Changing farm management practices can provide real, if not modest, contributions to carbon sequestration in the Pacific Northwest.
That's the conclusion of two recently published studies by Washington State University researchers, according to a news release.
Carbon sequestration is the storage of carbon in soil.
Basically, the more productive the soil, the more carbon it can potentially store until it reaches saturation. Then it begins to release carbon.
Carbon, when combined with oxygen, creates carbon dioxide. Recently, the molecule has come under fire as a greenhouse gas that contributes to global warming or global climate change.
The exact amount of carbon that Pacific Northwest soils can store is difficult to assess, although a modest estimate is less than 1 percent of Washington's total greenhouse gas emissions, according to the release.
Nevertheless, the researchers say the promise of carbon sequesetrationo is real enough to warrant further study.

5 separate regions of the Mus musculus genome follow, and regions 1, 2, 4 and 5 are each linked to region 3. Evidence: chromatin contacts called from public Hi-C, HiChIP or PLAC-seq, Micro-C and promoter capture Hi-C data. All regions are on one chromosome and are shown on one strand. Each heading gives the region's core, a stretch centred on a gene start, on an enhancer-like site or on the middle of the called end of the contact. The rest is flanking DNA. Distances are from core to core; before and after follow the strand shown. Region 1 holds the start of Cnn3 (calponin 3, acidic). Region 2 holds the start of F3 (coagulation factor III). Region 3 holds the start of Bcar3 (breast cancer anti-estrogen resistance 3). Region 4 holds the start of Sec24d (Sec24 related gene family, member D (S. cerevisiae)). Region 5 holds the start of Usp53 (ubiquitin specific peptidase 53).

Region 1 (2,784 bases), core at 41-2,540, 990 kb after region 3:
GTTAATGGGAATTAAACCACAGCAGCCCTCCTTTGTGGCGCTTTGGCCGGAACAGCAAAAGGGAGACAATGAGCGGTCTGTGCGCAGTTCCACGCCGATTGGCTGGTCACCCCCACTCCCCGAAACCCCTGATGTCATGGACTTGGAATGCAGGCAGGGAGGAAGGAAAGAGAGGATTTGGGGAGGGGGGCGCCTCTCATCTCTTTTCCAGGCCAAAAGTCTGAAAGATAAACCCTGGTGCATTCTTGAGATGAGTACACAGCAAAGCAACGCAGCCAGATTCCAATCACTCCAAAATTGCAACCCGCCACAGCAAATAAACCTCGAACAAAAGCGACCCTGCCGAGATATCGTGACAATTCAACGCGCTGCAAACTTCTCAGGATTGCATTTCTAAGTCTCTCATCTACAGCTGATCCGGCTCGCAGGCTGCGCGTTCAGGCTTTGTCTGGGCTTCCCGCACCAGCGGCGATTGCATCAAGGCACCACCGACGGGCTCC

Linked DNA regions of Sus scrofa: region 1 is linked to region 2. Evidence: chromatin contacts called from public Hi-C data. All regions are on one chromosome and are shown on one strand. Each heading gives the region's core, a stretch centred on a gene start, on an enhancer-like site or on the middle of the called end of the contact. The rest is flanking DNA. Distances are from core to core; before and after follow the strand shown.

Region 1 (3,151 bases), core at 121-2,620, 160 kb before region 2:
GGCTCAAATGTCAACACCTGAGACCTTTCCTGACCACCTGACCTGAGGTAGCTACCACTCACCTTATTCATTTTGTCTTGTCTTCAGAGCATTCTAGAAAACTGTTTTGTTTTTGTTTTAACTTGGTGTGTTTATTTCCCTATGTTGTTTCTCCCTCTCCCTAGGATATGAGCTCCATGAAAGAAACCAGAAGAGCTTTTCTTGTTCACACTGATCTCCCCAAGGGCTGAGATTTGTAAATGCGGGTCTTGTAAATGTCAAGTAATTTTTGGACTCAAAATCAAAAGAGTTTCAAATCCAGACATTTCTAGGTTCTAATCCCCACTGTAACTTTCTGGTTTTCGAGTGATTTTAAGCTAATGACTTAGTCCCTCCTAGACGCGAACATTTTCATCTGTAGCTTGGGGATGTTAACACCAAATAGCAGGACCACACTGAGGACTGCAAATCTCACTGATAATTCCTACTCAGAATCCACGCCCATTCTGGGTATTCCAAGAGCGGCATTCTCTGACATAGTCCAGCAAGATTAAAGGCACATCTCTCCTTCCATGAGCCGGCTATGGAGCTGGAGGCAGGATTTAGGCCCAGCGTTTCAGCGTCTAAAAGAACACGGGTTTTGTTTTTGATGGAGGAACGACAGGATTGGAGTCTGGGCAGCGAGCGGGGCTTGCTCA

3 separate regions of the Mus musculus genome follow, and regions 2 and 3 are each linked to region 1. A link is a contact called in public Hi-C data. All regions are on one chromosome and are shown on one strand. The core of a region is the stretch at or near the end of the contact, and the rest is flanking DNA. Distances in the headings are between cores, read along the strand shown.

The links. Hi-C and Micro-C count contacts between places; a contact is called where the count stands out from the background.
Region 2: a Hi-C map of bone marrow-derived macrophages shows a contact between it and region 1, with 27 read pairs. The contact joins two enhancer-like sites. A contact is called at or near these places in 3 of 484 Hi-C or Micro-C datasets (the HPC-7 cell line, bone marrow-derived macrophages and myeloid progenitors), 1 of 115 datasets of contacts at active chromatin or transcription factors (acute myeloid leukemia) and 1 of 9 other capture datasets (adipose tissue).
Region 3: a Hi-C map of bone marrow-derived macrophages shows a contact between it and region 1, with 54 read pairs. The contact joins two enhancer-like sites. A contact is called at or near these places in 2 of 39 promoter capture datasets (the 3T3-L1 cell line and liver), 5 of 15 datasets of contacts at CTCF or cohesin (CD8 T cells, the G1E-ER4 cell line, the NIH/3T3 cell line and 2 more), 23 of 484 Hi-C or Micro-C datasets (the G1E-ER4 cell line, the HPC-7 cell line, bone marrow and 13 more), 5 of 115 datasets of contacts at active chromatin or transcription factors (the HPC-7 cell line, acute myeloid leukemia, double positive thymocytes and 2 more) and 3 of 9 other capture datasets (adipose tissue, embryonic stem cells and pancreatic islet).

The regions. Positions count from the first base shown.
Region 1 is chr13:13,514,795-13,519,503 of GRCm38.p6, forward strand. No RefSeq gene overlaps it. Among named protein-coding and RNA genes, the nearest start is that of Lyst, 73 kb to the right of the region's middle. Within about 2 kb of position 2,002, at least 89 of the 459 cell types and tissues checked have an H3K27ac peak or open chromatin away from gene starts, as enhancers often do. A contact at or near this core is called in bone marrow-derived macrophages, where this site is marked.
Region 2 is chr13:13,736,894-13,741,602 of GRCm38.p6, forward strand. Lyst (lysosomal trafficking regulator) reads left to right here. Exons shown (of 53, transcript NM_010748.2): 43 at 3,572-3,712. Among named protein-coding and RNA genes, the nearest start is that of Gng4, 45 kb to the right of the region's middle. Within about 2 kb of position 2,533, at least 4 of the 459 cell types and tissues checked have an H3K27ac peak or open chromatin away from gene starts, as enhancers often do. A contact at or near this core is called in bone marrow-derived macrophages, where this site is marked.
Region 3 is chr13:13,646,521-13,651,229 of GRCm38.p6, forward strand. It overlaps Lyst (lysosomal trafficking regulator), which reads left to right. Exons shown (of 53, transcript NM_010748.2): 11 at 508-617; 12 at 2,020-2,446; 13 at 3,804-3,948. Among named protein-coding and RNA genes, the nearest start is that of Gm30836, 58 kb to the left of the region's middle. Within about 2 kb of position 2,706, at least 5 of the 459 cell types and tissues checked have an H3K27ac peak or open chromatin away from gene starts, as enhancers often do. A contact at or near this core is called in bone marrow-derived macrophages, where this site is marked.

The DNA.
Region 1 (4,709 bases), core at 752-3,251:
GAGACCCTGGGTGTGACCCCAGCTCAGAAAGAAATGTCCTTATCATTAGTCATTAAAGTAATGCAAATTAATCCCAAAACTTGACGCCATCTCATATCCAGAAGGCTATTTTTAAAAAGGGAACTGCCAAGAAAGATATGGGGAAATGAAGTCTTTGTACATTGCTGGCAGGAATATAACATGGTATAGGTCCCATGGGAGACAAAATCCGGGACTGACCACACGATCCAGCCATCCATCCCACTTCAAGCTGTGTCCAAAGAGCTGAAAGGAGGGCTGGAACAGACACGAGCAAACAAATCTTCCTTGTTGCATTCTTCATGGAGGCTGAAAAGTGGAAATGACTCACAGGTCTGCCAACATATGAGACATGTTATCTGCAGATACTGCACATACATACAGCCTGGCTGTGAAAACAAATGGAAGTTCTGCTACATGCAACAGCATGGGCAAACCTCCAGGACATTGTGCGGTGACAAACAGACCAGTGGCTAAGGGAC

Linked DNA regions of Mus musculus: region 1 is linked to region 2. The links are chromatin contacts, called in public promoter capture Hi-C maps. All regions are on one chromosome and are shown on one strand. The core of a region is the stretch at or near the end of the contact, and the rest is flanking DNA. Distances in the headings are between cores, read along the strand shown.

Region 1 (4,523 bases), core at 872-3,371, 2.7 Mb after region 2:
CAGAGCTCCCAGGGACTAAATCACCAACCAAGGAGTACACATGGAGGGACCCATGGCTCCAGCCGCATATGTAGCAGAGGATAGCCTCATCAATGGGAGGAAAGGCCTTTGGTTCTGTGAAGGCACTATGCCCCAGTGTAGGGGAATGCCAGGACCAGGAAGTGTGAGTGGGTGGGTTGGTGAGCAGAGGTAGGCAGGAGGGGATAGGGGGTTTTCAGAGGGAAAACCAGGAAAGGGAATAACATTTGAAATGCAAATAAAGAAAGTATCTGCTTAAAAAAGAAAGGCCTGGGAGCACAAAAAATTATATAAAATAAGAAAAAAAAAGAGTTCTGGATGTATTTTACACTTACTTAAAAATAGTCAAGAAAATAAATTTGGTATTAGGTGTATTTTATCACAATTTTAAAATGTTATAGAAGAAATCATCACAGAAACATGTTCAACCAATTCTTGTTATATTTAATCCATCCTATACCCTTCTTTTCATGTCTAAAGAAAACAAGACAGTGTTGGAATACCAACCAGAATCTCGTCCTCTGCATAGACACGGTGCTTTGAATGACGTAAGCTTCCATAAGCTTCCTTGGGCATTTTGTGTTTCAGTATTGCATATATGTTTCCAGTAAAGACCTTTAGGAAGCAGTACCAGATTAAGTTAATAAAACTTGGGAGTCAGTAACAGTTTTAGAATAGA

Among the practices that require further evaluation are:
• Using nitrogen fertilizer can increase nitrous oxide (a potent greenhouse gas) emissions and thus counteract the benefit of soil carbon sequestration.
• Including legumes in a cropping system requires less nitrogen fertilizer but produces less biomass and therefore stores less carbon than cereal-based crops.
• Organic farming systems tend to be more dependent on tillage to control weeds, and tilling soil requires fossil fuels and releases stored carbon.
The study studies were:
"Soil carbon sequestration in the dryland cropping region of the Pacific Northwest," available online at http://bit.ly/YtFHs4.
"Carbon storage and nitrous oxide emissions of cropping systems in eastern Washington: A simulation study," available online at http://bit.ly/UzmpUr.